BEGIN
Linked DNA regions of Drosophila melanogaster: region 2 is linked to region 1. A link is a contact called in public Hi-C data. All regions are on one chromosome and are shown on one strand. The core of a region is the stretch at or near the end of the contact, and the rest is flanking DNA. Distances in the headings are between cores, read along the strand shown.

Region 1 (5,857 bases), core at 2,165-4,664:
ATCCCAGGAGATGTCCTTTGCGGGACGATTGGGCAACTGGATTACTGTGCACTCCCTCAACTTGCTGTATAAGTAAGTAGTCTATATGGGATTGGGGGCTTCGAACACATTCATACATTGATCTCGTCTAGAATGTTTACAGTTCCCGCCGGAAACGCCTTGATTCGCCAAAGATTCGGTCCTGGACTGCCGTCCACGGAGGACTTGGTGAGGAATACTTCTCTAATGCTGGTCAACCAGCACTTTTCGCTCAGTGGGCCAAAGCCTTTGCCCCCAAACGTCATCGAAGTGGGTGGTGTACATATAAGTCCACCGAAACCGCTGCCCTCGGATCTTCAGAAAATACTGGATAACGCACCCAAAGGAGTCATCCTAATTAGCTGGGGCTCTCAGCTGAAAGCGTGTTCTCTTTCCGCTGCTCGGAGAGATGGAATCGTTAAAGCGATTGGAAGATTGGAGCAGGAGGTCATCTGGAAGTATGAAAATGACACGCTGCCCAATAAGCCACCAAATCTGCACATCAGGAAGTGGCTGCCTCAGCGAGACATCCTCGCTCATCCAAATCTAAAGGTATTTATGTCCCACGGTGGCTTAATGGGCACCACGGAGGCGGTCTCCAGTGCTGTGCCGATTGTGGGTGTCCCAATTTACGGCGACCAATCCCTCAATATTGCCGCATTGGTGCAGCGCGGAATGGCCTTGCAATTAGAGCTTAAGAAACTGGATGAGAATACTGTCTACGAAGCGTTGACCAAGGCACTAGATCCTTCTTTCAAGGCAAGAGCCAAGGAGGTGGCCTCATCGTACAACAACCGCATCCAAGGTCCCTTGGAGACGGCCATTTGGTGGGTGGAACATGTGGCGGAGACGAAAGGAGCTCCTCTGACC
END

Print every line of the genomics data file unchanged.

Linked DNA regions of Drosophila melanogaster: region 2 is linked to region 1. A link is a contact called in public Hi-C data. All regions are on one chromosome and are shown on one strand. The core of a region is the stretch at or near the end of the contact, and the rest is flanking DNA. Distances in the headings are between cores, read along the strand shown.

Region 1 (5,857 bases), core at 2,165-4,664:
ATCCCAGGAGATGTCCTTTGCGGGACGATTGGGCAACTGGATTACTGTGCACTCCCTCAACTTGCTGTATAAGTAAGTAGTCTATATGGGATTGGGGGCTTCGAACACATTCATACATTGATCTCGTCTAGAATGTTTACAGTTCCCGCCGGAAACGCCTTGATTCGCCAAAGATTCGGTCCTGGACTGCCGTCCACGGAGGACTTGGTGAGGAATACTTCTCTAATGCTGGTCAACCAGCACTTTTCGCTCAGTGGGCCAAAGCCTTTGCCCCCAAACGTCATCGAAGTGGGTGGTGTACATATAAGTCCACCGAAACCGCTGCCCTCGGATCTTCAGAAAATACTGGATAACGCACCCAAAGGAGTCATCCTAATTAGCTGGGGCTCTCAGCTGAAAGCGTGTTCTCTTTCCGCTGCTCGGAGAGATGGAATCGTTAAAGCGATTGGAAGATTGGAGCAGGAGGTCATCTGGAAGTATGAAAATGACACGCTGCCCAATAAGCCACCAAATCTGCACATCAGGAAGTGGCTGCCTCAGCGAGACATCCTCGCTCATCCAAATCTAAAGGTATTTATGTCCCACGGTGGCTTAATGGGCACCACGGAGGCGGTCTCCAGTGCTGTGCCGATTGTGGGTGTCCCAATTTACGGCGACCAATCCCTCAATATTGCCGCATTGGTGCAGCGCGGAATGGCCTTGCAATTAGAGCTTAAGAAACTGGATGAGAATACTGTCTACGAAGCGTTGACCAAGGCACTAGATCCTTCTTTCAAGGCAAGAGCCAAGGAGGTGGCCTCATCGTACAACAACCGCATCCAAGGTCCCTTGGAGACGGCCATTTGGTGGGTGGAACATGTGGCGGAGACGAAAGGAGCTCCTCTGACC